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Do the Westworld robots perspire? If so, maybe sweat glistening like some chemical morning dew on their synthetic hands could be supplied by this creepily real device, whose very necessity we’re credulously side-eying: an actual robo-finger that knows how to let off some steam.
Obviously jumping face-first into the “could” and not the “should” end of the engineering pool, a team of robot scientists decided to take casting droids in our own anthropomorphic likeness to the next level by applying a human biological principle not just to the way robots look, but to the way they actually function. In a new study reported in the Science Robotics journal, the team related the virtues they found in developing a flexible robot hand that’s built for working up a sweat as it grips things — and for turning on the waterworks to cool down when the heat is on.
Great — now androids can have just the thing to make that freaky, skin-like phone case that another tech team's been working on slip right out of their hands. Granted, we do send robots into some pretty hostile places to do the work we people can’t (or won’t), so for real — why not ditch all those time-honored conventional ways we cool machines down and go for something a little more relatable?
Here’s a demo of one of the robot fingers in action:
Joking aside, the tech at work behind this sweaty digit’s self-cooling ability is simple, but its execution is remarkably complicated. Made from two types of flexible resin, these squishy 3D-printed robot fingers are hollow on the inside, and the material allows the body of each one to shrink when the temperature rises above 40° C. Meanwhile, the back of each finger — made from the other type of resin — can expand at temperatures above 30° C. The back part is permeated by microscopic “pores” that stay shut until the thermometer creeps past 30° C, when the resin begins to expand and causes each pore to dilate. From there, simple physics does the rest.
Fine, but why cool a machine in this way? What’s wrong with current methods, like just letting coolant circulate through a pump-powered system of pipes? And do resilient synthetic materials really need the ability to self-cool? Aren’t robots made from heat-resistant materials that more or less avert such a problem in the first place?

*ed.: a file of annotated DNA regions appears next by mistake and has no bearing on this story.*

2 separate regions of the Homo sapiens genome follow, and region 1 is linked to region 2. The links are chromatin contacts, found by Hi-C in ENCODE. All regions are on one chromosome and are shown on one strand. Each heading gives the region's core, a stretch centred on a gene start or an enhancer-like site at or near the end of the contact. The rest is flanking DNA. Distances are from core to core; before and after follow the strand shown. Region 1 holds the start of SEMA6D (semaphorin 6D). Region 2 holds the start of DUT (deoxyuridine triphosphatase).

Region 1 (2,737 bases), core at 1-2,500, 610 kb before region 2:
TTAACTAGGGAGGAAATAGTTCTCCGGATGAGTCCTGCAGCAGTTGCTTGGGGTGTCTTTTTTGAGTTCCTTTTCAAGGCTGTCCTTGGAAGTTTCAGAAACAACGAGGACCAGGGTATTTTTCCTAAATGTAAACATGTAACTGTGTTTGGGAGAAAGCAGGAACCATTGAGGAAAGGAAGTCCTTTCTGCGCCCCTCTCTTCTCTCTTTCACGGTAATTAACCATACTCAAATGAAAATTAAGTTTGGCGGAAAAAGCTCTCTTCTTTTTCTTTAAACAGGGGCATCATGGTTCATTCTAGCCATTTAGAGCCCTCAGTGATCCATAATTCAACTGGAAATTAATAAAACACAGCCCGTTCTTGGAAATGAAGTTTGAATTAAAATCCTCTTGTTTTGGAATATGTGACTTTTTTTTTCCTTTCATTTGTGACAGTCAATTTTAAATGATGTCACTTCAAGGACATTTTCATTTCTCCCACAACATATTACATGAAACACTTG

Researcher T.J. Wallin of Facebook Reality Labs, a co-author on the study, has the answer — and we’ve got to admit, it makes sense. “[O]ther heat transfer strategies, such as conduction, convection, and radiation, are ineffective at lowering the temperature of the body when it is below that of the environment, whereas sweating and evaporative water loss can do that,” he told IEEE Spectrum. ”In some ways it's a trade-off, but we feel it is an important benefit.”
Okay, point taken. Maybe robots do need to sweat. But so far, these android hands are only able to leak out as much water as they’re given at the starting point. When they’ve perspired their last, they still need humans to give them a refill — and this is where things get creepy again.
“The answer is right in front of me — I'm drinking some coffee right now,” Cornell mechanical engineer Robert Shepherd, another co-author, told IEEE Spectrum. “I think in order for the robot to operate with the sweating we have created, it would also have to be able to drink.”
A drinking, sweating robot, eh? Just admit it, robot scientists: You’re all dying to develop a futuristic droid like Blade Runner’s replicants or Westworld’s hosts — the kind of synth whose looks and behavior can’t be distinguished from those of real people … maybe. We think. And even if we’re (mostly) kidding here, that’s precisely the kind of dystopian thought that puts us in a sweaty panic … and makes us want to drink.